BIDMC’s Novel, Homegrown COVID-19 Test

A Test of Willpower

How one dedicated team developed a COVID-19 test—right here at BIDMC

Dr. James Kirby in the pathology labOn March 17, 2020, BIDMC launched its own COVID-19 test, becoming the first hospital in New England to offer high capacity, in-house testing—which remains key to the medical center’s pandemic response.

It sounds impressive—and it is—but the journey to get to where we are today was anything but easy. “It was a race against time, and the challenge of a lifetime. Innovation and cooperation were pivotal,” says Clinical Microbiology Laboratory Director James Kirby, MD. “It was a team effort all around. Support from our Chair of Pathology, Dr. Jeff Saffitz, and our Vice Chair for Laboratory and Transfusion Medicine, Dr. Lynne Uhl, enabled us to overcome many obstacles.” Also essential was the exceptional effort and dedication of BIDMC staff. “Our success happened because dozens of staff turned their lives upside down to help,” says Annie Cheng, Clinical Supervisor of Molecular Diagnostics in the Department of Pathology.

We had to ramp up to perform 1,500 COVID tests a day.
James Kirby, MD
Clinical Microbiology Laboratory Director

In the pandemic's early days, testing was absolutely crucial to identify who was infectious and to keep the hospital running safely. “We were originally sending tests to outside labs, but the turnaround time was several days,” says Kirby. “Our medical staff didn't have that time to spare.” So he gathered a team from the Department of Pathology, the Clinical Microbiology Laboratory, and the Division of Infectious Diseases. In a process that typically takes months, Kirby led the team in identifying, testing, and validating a polymerase chain reaction (PCR) test to genetically detect the SARS-CoV-2 virus, which causes COVID-19—all within a stunning three days. Ryan Pena, MD, CLIA Director of Molecular Diagnostics, spearheaded the effort to submit the test, also known as an assay, to the FDA for review, allowing for immediate deployment of our testing.

The group’s lab space was soon transformed into a small factory, operating 24/7. “Our team of two typically processes 1,500 influenza tests over the course of an entire flu season,” says Kirby. “We had to ramp up to perform 1,500 COVID tests a day.” Twenty-six research staff whose own labs had been shut down were recruited and trained by Cheng and lab manager Tammy Galloway, but challenges continued. Beyond the actual PCR platform, a COVID-19 test requires a number of essential components—all of which were on backorder due to international manufacturing delays. The team needed viral transport medium, the liquid that keeps samples stable until they reach the laboratory, as well as test tubes and nasal swabs to collect specimen samples, but everything was in dangerously short supply.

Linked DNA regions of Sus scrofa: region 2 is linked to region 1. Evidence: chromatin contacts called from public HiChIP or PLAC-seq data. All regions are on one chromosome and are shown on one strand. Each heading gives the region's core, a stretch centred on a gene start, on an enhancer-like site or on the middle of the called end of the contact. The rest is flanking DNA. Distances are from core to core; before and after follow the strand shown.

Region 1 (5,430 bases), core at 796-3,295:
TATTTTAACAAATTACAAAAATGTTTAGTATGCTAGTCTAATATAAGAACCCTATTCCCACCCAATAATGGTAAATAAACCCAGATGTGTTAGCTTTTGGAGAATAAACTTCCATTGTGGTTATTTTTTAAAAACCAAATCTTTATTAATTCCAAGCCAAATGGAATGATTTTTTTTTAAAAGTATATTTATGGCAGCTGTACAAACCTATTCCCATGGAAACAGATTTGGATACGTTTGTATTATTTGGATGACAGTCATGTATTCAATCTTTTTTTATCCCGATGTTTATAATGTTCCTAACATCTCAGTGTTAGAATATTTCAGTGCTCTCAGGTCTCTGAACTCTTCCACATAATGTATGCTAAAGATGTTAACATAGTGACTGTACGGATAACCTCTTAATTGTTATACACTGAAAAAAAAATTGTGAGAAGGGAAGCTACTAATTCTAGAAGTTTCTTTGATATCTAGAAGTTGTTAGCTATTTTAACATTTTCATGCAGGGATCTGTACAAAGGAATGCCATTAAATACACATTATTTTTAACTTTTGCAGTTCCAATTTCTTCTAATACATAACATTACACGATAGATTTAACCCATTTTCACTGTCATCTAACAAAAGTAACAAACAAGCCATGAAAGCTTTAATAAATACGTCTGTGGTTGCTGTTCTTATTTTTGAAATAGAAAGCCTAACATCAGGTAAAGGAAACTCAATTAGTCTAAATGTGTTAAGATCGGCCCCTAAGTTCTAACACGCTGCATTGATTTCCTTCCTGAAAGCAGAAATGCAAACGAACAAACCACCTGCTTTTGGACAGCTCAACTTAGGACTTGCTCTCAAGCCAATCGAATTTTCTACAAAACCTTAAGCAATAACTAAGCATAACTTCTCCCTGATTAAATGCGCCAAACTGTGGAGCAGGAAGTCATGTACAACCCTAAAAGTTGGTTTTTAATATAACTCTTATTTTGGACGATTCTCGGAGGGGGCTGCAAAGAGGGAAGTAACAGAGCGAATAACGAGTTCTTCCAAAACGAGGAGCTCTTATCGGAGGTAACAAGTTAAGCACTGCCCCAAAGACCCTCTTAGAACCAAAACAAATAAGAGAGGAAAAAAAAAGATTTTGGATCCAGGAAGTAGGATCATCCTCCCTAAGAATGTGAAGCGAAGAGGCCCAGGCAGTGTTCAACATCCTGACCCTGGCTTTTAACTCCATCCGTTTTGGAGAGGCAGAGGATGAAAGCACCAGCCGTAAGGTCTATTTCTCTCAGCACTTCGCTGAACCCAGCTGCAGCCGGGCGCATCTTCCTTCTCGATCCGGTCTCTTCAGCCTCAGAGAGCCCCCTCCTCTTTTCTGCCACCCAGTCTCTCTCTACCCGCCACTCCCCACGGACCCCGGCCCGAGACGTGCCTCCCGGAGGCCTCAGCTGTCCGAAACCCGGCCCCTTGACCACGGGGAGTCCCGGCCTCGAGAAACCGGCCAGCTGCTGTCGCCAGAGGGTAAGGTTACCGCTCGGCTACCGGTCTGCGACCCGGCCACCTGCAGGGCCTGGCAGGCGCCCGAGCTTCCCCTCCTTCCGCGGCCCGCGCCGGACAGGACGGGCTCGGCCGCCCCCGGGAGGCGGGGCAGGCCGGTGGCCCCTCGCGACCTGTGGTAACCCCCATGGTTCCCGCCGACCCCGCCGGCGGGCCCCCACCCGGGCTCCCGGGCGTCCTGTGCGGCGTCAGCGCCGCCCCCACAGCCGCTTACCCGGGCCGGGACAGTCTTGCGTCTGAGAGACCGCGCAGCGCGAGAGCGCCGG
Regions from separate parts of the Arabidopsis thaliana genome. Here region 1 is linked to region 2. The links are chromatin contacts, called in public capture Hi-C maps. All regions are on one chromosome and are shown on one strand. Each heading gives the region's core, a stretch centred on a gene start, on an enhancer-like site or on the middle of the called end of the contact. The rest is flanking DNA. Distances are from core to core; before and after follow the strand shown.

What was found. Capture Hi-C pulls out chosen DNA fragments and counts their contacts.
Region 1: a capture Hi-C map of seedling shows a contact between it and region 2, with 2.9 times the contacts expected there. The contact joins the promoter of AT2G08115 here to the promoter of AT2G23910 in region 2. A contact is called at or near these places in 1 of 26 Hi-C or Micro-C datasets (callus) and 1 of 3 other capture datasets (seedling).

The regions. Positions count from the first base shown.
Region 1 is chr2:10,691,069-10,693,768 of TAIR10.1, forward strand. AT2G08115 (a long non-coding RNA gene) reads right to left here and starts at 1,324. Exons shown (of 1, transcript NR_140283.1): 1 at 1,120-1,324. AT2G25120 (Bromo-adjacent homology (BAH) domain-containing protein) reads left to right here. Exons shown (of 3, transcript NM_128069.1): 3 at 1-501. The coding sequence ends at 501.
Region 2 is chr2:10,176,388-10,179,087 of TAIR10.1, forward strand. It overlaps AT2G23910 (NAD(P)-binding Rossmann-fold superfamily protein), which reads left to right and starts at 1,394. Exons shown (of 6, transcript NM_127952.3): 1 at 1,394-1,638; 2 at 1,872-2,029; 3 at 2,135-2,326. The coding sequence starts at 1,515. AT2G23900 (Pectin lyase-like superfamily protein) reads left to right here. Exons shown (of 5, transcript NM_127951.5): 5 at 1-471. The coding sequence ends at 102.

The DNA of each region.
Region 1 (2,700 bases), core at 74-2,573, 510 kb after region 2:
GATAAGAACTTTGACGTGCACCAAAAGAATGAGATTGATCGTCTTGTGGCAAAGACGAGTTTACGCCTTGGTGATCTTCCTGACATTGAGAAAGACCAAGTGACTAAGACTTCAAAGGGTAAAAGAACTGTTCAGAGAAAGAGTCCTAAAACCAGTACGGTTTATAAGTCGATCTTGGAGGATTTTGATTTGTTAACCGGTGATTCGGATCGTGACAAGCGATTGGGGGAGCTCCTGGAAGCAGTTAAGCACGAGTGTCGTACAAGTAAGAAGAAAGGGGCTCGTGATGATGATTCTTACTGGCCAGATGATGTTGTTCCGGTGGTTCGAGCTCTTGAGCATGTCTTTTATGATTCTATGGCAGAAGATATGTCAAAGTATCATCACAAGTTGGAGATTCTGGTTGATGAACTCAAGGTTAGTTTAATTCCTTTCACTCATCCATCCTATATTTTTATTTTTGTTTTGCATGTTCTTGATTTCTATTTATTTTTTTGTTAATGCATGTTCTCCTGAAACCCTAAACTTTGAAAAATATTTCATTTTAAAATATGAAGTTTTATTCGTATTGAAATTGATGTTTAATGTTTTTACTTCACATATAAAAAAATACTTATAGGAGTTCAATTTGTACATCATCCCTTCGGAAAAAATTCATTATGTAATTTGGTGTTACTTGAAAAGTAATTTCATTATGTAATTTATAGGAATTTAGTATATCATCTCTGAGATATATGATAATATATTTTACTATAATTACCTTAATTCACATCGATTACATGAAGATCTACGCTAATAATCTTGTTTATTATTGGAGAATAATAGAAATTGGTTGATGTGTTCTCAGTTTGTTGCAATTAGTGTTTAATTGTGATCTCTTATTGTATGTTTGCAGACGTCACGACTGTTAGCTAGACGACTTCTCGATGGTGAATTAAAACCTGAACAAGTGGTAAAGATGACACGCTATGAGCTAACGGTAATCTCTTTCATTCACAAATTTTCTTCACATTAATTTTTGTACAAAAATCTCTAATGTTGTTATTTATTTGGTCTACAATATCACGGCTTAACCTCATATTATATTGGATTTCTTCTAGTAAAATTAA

Through a combination of inspired ingenuity and dogged outreach, the team addressed these challenges one by one. An assembly line was created to develop viral transport medium, led by postdoctoral fellow KP Smith. Members of the team rounded up thousands upon thousands of existing test tubes from throughout BIDMC and across the city. And pathologist Ramy Arnaout, MD, PhD, spearheaded an effort to design and mass-produce nasal swabs using 3D printing in a mere 22 days. This not only carried BIDMC and the Beth Israel Lahey Health (BILH) system through the crisis, but continues to supply nasal swabs throughout the world.

In addition, Stefan Riedel, MD, PhD, Associate Director of the Clinical Microbiology Laboratory, and his team brought on new rapid tests that can diagnose COVID-19 in an hour. “Dr. Riedel worked many late nights on rapid testing,” says Kirby. “This was an important step forward in our fight against COVID-19 and made a great impact on BIDMC’s ability to provide the safest possible emergency care.”

Since March 17, more than 475,000 COVID tests have been administered throughout BILH—thanks in large part to the dedication of this incredible team. “Without our team’s efforts, BIDMC and all of BILH would have had no ability to provide accurate, high-throughput, rapid-turnaround testing,” says Jeff Saffitz, MD, PhD, Chair of the Department of Pathology. “Just imagine what would have happened if we had to send samples to an outside lab and wait weeks for the answer.” According to Sam Skura, MBA, Chief Operating Officer, testing was indispensable to the medical center’s pandemic response. “At the beginning when there was not a lot of available testing, BIDMC solved for a unique need,” says Skura, explaining that the medical center provided testing for the BILH system and our greater Boston community.

BIDMC also extended testing at its three sites: BIDMC’s main campus, BID–Chelsea HealthCare, and Bowdoin Street Health Center, to all individuals, including non-patients, regardless of their insurance status. “We did a tremendous public health service to our community to diagnose patients and help them quarantine appropriately,” says Skura, commending the many groups who worked on this effort. “From the facilities team, who stood up weatherproof testing tents to the swabbers, who worked outdoors in the freezing cold to the IS team, who wired the tents to the HR talent acquisition team, who helped to staff the testing sites, teamwork made this incredible effort possible.”

The faculty and staff in the pathology group could not agree more, and all feel gratified that their work helped people across Eastern Massachusetts and beyond. “For months, so many bottlenecks stood in the way of efficient testing, but we were able to overcome each one,” says Arnaout. Adds Cheng: “If you have willpower, nothing can stop you. We came together, and we found a way.”

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